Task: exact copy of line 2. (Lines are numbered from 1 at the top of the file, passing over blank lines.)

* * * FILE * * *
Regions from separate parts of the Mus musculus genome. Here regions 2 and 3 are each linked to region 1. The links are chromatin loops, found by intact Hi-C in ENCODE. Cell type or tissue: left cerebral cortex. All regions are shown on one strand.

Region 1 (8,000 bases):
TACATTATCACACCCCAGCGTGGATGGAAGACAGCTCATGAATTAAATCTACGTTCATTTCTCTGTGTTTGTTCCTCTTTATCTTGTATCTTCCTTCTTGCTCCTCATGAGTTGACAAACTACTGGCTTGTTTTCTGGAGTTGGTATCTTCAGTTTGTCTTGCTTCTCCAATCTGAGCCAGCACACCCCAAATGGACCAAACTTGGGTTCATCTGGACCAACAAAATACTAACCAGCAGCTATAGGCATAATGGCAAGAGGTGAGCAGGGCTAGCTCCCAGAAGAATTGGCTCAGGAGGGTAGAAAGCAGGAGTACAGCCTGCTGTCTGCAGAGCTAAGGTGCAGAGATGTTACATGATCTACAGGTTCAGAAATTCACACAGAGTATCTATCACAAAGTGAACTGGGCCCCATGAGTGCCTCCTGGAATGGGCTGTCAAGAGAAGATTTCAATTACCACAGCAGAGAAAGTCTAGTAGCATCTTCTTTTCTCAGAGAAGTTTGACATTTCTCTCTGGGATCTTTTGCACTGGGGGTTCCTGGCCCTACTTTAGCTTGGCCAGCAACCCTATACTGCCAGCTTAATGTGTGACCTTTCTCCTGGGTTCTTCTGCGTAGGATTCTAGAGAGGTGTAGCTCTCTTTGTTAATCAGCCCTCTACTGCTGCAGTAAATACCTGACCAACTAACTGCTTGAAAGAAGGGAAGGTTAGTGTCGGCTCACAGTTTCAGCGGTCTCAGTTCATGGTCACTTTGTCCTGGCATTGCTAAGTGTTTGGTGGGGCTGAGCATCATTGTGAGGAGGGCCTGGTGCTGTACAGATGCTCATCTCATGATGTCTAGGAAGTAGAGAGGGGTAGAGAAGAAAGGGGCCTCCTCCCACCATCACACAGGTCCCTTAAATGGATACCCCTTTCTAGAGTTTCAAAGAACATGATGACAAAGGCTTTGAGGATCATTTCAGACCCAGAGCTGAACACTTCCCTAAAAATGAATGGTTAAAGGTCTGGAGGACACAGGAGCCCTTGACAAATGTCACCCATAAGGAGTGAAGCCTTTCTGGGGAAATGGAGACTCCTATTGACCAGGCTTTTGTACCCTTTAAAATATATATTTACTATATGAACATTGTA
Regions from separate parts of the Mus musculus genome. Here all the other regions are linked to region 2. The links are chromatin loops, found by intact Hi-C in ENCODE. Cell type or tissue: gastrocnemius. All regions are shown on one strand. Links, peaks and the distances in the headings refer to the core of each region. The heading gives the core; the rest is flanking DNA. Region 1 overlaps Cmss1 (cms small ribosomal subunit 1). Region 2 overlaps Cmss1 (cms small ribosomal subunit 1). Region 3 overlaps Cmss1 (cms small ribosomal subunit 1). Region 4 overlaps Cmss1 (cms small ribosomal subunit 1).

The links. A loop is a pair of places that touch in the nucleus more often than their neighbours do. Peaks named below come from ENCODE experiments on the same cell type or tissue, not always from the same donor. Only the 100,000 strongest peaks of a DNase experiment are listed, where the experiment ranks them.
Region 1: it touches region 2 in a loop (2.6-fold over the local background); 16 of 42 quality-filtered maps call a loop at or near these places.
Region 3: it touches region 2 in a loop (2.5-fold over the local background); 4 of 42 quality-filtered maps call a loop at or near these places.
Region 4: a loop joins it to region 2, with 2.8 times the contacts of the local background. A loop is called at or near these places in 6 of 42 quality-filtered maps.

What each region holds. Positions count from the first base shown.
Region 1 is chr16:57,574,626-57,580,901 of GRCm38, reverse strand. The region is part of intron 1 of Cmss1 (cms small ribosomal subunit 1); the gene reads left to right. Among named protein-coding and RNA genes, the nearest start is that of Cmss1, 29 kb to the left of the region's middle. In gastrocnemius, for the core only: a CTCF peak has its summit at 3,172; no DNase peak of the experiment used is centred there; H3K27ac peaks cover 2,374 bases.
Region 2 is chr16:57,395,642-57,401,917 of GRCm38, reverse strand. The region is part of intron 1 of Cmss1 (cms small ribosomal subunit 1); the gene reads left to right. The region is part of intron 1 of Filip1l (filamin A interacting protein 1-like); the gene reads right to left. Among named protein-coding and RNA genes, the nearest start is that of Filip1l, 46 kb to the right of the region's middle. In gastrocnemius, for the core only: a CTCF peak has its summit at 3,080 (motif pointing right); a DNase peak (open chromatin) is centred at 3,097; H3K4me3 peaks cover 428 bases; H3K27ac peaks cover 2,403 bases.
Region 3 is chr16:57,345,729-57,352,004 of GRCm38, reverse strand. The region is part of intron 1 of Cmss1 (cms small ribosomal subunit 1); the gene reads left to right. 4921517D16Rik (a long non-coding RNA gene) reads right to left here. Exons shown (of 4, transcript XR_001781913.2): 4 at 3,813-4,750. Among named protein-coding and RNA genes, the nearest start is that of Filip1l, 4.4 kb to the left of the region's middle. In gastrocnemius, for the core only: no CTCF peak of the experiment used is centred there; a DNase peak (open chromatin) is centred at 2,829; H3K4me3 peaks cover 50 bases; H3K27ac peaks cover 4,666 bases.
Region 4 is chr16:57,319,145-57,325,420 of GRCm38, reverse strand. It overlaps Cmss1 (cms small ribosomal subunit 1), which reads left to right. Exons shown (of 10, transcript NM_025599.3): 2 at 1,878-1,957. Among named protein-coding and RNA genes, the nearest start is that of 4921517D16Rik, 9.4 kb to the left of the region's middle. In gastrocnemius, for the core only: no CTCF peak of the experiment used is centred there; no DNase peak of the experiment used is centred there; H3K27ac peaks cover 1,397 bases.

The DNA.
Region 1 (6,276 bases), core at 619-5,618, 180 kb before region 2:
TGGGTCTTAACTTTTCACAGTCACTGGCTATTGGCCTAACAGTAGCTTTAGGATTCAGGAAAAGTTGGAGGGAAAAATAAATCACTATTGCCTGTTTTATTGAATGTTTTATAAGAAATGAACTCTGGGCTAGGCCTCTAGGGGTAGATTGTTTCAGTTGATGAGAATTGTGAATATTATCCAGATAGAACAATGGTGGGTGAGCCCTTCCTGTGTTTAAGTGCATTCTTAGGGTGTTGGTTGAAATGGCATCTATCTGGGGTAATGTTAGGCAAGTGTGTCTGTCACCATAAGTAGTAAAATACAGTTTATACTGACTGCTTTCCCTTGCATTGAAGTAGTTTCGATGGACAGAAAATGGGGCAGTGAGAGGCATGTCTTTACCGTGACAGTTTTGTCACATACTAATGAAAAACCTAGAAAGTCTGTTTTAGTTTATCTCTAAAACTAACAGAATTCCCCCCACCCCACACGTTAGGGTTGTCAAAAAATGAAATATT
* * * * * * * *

Region 1 (8,000 bases):